A: We actually do work on attention while we focus on the different executive functions.
First let’s look at a few different kinds of attention:
Selective attention – this is where attention is paid only to the most important information available. We choose what to focus on – sights, sounds, smells, taste or feel – whatever is most important. This means paying less attention to or ignoring other things.
Sustained attention – this is where we sustain or continue paying attention.
Shifting attention – this is where we move our attention from one thing to another. It’s really important when we have to keep a few things in mind at the same time. We have to move our focus from one thing to another.
When we work on executive functions, we’re working on all types of attention.
Take inhibitory control for example, children have to focus on just the most important things. At the same time, they have to ignore things that aren’t important. This takes selective attention, sustained attention, and sometimes, shifting attention.
When planning and organizing, children have to pay attention to just the most important things, keep their focus while making their plan, and shift their attention from one item to the next.
As you can see, attention is an important focus to our approach. But it’s integrated into the total program rather than being worked on separately.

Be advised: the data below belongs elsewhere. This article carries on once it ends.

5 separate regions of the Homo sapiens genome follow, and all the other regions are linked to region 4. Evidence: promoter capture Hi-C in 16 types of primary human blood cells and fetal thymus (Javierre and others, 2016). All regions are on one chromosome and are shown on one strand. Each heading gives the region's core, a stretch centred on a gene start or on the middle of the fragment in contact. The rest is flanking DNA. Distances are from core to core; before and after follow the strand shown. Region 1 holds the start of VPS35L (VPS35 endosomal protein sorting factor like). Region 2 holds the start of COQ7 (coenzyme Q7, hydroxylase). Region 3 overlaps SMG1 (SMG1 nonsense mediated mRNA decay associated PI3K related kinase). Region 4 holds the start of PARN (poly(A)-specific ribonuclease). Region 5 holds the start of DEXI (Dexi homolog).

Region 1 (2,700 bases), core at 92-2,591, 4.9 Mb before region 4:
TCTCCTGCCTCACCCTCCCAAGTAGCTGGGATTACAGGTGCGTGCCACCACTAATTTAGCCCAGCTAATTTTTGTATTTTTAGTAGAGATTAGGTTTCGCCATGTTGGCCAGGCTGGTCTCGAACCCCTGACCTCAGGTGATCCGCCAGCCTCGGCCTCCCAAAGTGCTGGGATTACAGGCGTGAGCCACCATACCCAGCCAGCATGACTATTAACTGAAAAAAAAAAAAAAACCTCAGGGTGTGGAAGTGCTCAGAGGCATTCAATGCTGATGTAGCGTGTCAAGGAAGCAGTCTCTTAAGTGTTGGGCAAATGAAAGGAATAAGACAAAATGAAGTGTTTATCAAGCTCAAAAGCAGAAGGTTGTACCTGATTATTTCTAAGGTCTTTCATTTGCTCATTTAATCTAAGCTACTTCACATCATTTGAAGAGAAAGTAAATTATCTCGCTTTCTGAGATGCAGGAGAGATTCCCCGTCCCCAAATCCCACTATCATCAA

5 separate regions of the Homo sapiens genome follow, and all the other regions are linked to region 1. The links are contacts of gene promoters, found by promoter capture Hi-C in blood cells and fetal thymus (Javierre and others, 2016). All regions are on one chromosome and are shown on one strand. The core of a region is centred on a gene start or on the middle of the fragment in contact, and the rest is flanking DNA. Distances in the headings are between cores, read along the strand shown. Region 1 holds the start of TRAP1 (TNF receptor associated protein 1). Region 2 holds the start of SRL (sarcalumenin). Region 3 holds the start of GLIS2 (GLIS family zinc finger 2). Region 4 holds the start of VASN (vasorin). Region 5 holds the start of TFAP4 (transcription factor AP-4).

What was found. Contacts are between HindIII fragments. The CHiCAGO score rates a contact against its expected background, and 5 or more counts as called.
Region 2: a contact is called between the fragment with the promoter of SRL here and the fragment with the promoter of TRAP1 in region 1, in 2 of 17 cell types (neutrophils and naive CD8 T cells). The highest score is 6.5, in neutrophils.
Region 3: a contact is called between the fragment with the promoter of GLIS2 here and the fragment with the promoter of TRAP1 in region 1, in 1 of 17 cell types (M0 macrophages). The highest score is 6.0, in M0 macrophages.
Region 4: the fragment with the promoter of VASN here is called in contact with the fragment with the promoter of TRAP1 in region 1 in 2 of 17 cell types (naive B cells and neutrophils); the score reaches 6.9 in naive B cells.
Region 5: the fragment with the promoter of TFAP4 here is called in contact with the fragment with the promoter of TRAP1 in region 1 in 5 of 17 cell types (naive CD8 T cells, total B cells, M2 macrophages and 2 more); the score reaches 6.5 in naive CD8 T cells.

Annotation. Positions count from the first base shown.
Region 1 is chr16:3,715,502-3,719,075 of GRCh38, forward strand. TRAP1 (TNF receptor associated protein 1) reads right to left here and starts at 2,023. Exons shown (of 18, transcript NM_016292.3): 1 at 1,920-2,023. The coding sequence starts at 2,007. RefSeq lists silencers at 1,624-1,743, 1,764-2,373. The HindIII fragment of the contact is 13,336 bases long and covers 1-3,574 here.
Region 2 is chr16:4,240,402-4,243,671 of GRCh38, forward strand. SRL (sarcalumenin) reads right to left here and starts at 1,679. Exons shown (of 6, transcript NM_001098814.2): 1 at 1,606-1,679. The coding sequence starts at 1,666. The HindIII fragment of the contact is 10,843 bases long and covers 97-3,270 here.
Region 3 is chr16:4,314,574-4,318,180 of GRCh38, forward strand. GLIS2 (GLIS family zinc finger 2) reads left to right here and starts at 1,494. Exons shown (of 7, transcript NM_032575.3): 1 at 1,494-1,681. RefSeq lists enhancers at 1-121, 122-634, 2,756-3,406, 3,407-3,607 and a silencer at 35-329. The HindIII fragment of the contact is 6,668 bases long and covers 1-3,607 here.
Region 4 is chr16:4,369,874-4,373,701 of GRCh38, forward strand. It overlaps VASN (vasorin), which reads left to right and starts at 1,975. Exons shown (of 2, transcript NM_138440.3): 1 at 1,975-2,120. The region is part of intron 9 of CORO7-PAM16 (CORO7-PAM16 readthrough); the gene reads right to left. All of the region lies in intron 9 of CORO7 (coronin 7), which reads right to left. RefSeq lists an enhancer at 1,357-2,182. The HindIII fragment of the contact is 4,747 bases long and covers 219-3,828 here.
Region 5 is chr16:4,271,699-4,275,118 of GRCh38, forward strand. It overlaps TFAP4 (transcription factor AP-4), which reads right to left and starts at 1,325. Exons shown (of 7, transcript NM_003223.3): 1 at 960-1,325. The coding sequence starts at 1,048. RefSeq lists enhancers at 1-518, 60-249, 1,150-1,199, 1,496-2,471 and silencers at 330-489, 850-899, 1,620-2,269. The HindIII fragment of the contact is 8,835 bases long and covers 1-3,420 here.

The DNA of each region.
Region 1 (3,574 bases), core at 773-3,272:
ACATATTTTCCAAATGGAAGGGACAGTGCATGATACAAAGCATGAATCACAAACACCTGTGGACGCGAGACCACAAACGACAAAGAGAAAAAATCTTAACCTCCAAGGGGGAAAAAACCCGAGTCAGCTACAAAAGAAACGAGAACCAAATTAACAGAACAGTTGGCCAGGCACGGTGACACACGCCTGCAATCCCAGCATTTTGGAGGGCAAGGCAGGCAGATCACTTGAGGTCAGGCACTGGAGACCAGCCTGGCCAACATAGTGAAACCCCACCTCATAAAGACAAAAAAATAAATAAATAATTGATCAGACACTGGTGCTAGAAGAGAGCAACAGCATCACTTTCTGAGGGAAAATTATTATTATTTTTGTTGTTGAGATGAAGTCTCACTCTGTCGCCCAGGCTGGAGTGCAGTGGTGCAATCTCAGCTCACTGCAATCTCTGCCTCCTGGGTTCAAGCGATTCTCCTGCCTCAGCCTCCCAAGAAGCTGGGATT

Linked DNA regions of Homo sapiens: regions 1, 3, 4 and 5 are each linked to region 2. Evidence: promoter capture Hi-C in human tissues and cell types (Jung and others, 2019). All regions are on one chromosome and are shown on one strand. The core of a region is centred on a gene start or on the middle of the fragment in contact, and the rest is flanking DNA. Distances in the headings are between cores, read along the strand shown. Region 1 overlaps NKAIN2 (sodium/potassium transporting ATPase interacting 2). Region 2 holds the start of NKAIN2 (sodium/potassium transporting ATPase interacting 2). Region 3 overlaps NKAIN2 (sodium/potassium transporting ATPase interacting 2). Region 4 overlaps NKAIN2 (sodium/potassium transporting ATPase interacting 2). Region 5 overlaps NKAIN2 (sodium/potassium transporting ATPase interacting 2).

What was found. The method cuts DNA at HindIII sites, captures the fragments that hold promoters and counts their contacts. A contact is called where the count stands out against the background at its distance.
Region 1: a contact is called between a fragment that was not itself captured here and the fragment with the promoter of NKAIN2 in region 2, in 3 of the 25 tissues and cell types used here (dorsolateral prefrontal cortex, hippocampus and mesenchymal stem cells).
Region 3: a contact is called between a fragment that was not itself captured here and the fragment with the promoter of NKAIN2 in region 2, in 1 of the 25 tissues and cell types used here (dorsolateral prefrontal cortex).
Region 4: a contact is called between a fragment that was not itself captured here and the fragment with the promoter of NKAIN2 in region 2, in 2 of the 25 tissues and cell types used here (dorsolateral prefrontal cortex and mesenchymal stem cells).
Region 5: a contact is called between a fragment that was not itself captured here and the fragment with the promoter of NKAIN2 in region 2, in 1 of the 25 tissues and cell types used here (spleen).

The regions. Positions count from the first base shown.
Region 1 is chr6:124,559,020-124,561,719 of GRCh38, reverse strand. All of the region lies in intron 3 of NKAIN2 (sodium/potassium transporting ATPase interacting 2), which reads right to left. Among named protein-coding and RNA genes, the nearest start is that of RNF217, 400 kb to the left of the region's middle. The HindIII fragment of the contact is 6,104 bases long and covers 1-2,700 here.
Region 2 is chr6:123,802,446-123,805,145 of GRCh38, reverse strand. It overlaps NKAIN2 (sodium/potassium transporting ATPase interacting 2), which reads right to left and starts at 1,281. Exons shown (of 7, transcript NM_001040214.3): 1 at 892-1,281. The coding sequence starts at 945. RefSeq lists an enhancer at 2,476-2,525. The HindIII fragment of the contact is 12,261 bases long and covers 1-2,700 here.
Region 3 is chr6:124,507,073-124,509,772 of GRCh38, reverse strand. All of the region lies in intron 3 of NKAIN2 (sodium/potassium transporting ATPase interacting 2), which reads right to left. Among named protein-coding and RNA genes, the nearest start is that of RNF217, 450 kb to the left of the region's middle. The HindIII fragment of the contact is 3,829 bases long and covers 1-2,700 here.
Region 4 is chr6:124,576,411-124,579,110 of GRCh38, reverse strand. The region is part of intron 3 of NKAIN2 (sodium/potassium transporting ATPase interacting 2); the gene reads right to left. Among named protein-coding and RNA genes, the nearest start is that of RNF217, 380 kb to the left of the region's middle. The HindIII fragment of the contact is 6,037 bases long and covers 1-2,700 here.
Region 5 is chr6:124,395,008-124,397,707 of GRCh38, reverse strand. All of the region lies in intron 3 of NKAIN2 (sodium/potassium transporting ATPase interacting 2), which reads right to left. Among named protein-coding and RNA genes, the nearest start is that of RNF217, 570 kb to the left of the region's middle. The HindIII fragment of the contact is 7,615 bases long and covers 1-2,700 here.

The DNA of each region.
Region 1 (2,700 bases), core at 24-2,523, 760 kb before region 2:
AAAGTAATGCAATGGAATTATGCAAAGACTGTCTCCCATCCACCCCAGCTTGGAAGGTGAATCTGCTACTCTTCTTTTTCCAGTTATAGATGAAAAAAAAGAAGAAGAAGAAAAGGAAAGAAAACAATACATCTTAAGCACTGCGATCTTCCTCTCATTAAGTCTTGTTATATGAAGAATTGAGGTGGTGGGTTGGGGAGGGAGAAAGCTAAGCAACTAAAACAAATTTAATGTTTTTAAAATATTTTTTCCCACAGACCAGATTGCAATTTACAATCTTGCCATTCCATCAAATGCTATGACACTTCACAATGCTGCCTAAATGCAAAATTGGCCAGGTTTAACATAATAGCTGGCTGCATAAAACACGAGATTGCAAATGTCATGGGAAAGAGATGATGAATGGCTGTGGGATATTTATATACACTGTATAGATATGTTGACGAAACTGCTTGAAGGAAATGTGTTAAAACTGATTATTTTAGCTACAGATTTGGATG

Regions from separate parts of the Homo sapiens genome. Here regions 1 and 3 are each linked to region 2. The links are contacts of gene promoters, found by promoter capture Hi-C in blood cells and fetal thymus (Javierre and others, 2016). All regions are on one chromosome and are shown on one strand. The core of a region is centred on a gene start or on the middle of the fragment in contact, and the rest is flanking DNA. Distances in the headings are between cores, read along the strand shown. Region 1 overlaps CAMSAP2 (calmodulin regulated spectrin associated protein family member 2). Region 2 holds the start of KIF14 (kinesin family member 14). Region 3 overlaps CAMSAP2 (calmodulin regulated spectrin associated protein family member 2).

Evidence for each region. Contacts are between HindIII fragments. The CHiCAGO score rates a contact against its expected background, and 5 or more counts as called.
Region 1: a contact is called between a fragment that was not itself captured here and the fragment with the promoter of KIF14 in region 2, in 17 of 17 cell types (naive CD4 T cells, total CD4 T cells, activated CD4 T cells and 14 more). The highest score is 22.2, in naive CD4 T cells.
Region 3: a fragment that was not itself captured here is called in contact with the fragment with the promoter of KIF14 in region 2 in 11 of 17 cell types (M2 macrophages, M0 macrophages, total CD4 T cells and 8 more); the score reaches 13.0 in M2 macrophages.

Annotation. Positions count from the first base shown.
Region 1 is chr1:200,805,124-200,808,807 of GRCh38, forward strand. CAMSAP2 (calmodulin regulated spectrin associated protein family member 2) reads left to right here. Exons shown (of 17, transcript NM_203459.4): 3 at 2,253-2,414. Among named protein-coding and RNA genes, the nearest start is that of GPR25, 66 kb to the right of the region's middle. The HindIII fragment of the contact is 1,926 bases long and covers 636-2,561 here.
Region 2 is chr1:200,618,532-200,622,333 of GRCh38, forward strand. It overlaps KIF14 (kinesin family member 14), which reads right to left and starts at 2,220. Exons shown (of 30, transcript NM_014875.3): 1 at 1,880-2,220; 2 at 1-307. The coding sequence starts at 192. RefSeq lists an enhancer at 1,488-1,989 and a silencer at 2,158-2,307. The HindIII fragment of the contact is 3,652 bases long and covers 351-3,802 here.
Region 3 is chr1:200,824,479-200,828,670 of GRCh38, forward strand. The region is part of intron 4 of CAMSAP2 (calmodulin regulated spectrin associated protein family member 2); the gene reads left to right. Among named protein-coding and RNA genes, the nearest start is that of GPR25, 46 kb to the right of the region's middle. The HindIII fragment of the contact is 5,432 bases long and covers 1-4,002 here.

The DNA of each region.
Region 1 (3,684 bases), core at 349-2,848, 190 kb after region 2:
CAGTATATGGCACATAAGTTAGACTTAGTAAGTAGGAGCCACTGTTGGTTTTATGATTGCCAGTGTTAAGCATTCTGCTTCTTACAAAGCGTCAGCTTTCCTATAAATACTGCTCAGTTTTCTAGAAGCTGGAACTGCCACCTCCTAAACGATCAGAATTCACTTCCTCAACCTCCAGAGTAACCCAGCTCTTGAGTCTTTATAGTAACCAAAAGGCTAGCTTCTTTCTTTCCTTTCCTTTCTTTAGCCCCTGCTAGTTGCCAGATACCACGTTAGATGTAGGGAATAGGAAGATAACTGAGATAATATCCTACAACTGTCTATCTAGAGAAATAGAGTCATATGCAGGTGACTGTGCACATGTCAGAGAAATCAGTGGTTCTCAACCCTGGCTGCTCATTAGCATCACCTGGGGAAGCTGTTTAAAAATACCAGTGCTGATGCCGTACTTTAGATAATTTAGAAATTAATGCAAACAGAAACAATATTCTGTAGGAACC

Cooking and following recipes is a great way to work on self-regulation. There’s need to use all executive functions – planning and organization involved, inhibitory control, working memory, self-monitoring and cognitive flexibility. It’s also fun to eat what you make.
Here are some FREE internet resources that can help making cooking successful:
Your Special Chef – beautifully organized showing the foods and tools you’ll need to make the food. This is followed by photos with short step-by-step instructions. Some reading is required but the photos are fairly self-explanatory.
Visual recipes – this site presents recipes in a fairly traditional recipe format but with photos to support the written text. Reading is required. There are a lot of interesting and delicious-looking recipes.
There were a few other books that had good ratings but they didn’t show sample recipes. That made it really difficult to determine how useful the books might be.
Keep your eyes open for kids’ recipe books on sale tables. There are often some good bargains there. Look for books that are well-organized, show photos of ingredients and of step-by-step instructions, and use not too many printed words.
Should we just dive into teaching social skills without considering self-regulation? That doesn’t make logical or practical sense but let’s look at the evidence.
First, let’s remind ourselves about the executive functions that underlie self-regulation. Executive functions include the ability to:
initiate actions when appropriate and inhibit impulses and emotions when necessary
plan and organize your actions and activities
hold information in memory and change it as things proceed
monitor your progress
be flexible enough to change plans and approaches if need be
Remember, executive functions turn intentions and ideas into actions. Now, let’s look at the research.